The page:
Edge

‘Craft beer renaissance’ takes Miami area

Titanic brews it own beers right in the restaurant in full view of patrons. Cayla Nimmo // Assistant Photo Editor

There is no denying that a craft beer trend is brewing in Miami.

Since the ‘70s, beer drinkers in the United States have started to give up mass-produced favorites from Anheuser-Busch and the Miller Brewing Company for new tastes by American-bred craft breweries, from Dogfish Head to Magic Hat.

Now, Miami is home to a handful of microbreweries, which offer new tastes of the token college beverage.

“It sort of engages people in the spirit of the city. People can make their beers as unique a flavor as Miami,” said Jason Lecker, a University of Miami graduate student. “When you drink Anheuser-Busch or Miller, you’re getting something that’s marketed to the common denominator.”

One local microbrewery is Titanic Restaurant and Brewery down the block from the UM’s Coral Gables campus.

“The beer culture is blowing up right now,” said Brackie Bryant, one of Titanic’s general managers. “The creativity is through the roof and the sky’s the limit now. Craft beers are becoming the forefront in Miami.”

Titanic is a brewpub, which means that the beer brewed in-house must only be sold on its property. Every month, Titanic brews six kinds of beer, which are offered on draft.

But some local microbreweries are seeking to spread their creations beyond their brewhouses. Before 2001, Florida breweries were wary of mass-producing their beer because of strict Florida laws, including one that restricted beer packaging to 8-, 12-, 16- or 32-ounce bottles, according to the Broward Palm Beach New Times. Craft breweries, however, are known for oddly-sized bottles, like the 22-ounce “bomber.”

Now, however, microbreweries are popping up across Florida.

“Florida is at the beginning end of the curve of a craft beer renaissance,” said David Kristen, the marketing chairman of the Miami Area Society of Homebrewers (MASH).

For example, Schnebly’s Winery and Brewery in Homestead is the first microbrewery in South Florida to start distributing wholesale.

Schnebly’s offers ales and lagers infused with starfruit, mango, guava, passion fruit and coconut, which are all grown on the property.

“Everything we grow, we’re going to make some beer with it,” said Peter Schnebly, co-owner of Schnebly’s. “We’re going to have fun with it.”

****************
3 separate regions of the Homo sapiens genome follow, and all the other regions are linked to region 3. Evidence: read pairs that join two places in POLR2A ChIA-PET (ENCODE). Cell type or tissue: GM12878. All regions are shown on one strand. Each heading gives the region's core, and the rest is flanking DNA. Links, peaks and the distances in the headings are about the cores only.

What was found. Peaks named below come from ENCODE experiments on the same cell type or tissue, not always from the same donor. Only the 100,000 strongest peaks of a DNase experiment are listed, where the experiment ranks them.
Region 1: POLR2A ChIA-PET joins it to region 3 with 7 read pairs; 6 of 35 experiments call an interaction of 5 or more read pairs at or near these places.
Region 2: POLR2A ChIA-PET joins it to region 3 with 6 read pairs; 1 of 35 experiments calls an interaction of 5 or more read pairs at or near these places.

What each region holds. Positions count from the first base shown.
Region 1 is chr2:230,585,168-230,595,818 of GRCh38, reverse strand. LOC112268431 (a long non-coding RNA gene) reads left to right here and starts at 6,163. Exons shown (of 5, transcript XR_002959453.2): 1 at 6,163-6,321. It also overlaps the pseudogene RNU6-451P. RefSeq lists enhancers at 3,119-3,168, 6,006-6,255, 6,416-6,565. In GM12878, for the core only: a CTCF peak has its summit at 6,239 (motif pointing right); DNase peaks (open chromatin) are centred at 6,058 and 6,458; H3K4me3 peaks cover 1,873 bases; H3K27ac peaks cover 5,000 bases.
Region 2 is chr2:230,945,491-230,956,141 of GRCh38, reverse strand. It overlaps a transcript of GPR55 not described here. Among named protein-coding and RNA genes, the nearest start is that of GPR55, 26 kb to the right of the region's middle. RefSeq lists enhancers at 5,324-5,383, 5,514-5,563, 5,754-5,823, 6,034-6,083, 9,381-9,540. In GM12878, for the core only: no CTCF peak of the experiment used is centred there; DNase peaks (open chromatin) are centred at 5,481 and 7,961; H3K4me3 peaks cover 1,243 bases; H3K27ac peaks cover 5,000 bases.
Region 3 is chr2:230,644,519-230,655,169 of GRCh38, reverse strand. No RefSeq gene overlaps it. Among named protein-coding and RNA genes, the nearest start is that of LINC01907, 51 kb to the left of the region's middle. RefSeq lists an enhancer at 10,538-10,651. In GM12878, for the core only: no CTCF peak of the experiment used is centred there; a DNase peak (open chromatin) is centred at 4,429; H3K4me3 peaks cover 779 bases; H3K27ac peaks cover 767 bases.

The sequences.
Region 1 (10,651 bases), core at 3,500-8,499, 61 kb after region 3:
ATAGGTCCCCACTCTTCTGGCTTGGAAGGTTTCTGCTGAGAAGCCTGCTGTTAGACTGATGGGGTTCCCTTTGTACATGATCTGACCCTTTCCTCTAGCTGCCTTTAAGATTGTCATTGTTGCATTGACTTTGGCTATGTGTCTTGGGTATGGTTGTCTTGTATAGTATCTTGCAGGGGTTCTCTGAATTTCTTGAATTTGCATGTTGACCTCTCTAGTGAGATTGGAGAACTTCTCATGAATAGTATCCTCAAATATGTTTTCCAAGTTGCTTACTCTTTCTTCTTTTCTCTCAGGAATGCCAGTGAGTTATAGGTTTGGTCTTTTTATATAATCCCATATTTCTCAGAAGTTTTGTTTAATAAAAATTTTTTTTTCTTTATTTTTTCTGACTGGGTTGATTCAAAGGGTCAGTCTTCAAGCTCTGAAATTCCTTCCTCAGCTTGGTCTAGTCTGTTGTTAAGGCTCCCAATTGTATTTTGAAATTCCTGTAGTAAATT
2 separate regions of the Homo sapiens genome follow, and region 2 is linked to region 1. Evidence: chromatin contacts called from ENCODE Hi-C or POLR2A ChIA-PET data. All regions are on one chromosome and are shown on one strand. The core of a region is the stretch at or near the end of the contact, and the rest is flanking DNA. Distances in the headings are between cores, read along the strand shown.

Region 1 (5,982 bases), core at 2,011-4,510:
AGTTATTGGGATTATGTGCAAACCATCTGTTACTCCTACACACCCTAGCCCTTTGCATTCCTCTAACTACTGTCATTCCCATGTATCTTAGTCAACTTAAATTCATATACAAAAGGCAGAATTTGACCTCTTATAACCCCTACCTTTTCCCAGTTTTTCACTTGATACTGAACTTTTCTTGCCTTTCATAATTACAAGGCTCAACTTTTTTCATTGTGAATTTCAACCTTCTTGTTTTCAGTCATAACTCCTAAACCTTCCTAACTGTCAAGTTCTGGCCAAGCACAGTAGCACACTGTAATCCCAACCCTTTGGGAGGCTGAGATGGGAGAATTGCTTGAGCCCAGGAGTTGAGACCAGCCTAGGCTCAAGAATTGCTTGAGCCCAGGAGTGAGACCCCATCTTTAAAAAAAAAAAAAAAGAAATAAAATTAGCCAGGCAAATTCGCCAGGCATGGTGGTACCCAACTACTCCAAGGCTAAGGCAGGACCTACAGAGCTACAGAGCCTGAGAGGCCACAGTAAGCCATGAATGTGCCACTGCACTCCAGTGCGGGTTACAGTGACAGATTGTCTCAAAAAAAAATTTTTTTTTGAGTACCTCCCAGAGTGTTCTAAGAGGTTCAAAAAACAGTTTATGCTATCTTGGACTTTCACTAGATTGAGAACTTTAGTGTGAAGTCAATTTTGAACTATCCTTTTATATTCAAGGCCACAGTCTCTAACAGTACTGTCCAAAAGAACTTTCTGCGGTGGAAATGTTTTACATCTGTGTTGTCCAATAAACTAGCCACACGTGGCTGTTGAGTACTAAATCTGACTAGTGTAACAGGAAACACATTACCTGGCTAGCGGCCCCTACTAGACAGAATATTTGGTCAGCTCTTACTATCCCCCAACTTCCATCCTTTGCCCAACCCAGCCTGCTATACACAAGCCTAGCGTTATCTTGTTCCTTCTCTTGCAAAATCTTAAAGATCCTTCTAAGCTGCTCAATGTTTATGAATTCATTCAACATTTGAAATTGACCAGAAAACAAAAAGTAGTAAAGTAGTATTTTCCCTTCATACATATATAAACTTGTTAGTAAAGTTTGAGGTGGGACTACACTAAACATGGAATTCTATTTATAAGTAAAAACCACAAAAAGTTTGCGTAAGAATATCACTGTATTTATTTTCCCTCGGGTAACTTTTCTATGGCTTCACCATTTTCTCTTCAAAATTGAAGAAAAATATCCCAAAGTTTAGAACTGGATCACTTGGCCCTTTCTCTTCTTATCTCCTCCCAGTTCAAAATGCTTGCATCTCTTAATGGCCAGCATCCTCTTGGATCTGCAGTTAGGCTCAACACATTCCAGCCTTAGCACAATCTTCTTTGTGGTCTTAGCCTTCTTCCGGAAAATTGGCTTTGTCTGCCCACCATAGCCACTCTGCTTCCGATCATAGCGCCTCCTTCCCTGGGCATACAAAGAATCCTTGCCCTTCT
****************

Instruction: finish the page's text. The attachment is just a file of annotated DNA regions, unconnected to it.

Soon to join Schnebly’s in the production microbrewery business is Wynwood Brewing Company, which is in the planning process.

Founder Luis Brignoni said that he’s been dreaming about opening a brewery since college, when he didn’t want to drink “cheap yellow fizzy beer,” and instead “wanted something good with the money I had available.”

Brignoni said he thinks the craft beer movement has been “a long time coming and now it’s just more noticeable.”

“Before you had to go to specific places to get craft beers,” Brignoni said. “Now it seems like any reputable establishment is carrying at least a small portfolio of craft beers. I truly believe Miami has in it to be a great craft beer town and I’m looking forward to it.”

While the wave of Miami microbreweries slowly develops, many local residents have been building breweries in their own homes.

“The previous accessibility to good beer, or lack thereof, led to a lot of homebrewers creating their own suds, which in my view has really fueled the current local beer culture we see today,” said Brignoni, who started homebrewing in college.

For example, Kirsten, who graduated with his bachelor’s and master’s degrees from UM, brews 5-gallon batches in kegs. The whole process takes between three weeks and a month.

The members of MASH, including Kirsten, experiment with their brews. According to Kirsten, they have used spices, wood, chocolate and peppers in their beer concoctions.

Kirsten’s favorite beer creation so far is his last batch of beer, a dark stout aged in an old oak whiskey barrel.

“The joy about craft beer is that you’re not being told what beer to like. It’s about creating and experiencing the entire spectrum of flavor,” said Kirsten, who said he used to drink whatever cheap beer was available when he was at UM. “But students today are being exposed to more than I had the opportunity to be.”

INFO BOX

Brew your own beer: Learn brewing techniques and buy ingredients and equipment at BrewBox Miami, 8831 SW 129th St., Miami. Join MASH by visiting miami-homebrew.org.

Taste local craft beer

– Abbey Brewing Company: 1115 16th St., Miami Beach

– Gordon Biersch: 1201 Brickell Ave. in Brickell area

– Schnebly’s Winery and Brewery: 30205 SW 217th Ave., Homestead

– Titanic Restaurant and Brewery: 5813 Ponce De Leon Blvd., Coral Gables


April 26, 2012

Reporters

Alexa Lopez

Editor-in-chief


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The Miami Hurricane is the student newspaper of the University of Miami in Coral Gables, Fla. The newspaper is edited and produced by undergraduate students at UM and is published weekly in print on Tuesdays during the regular academic year.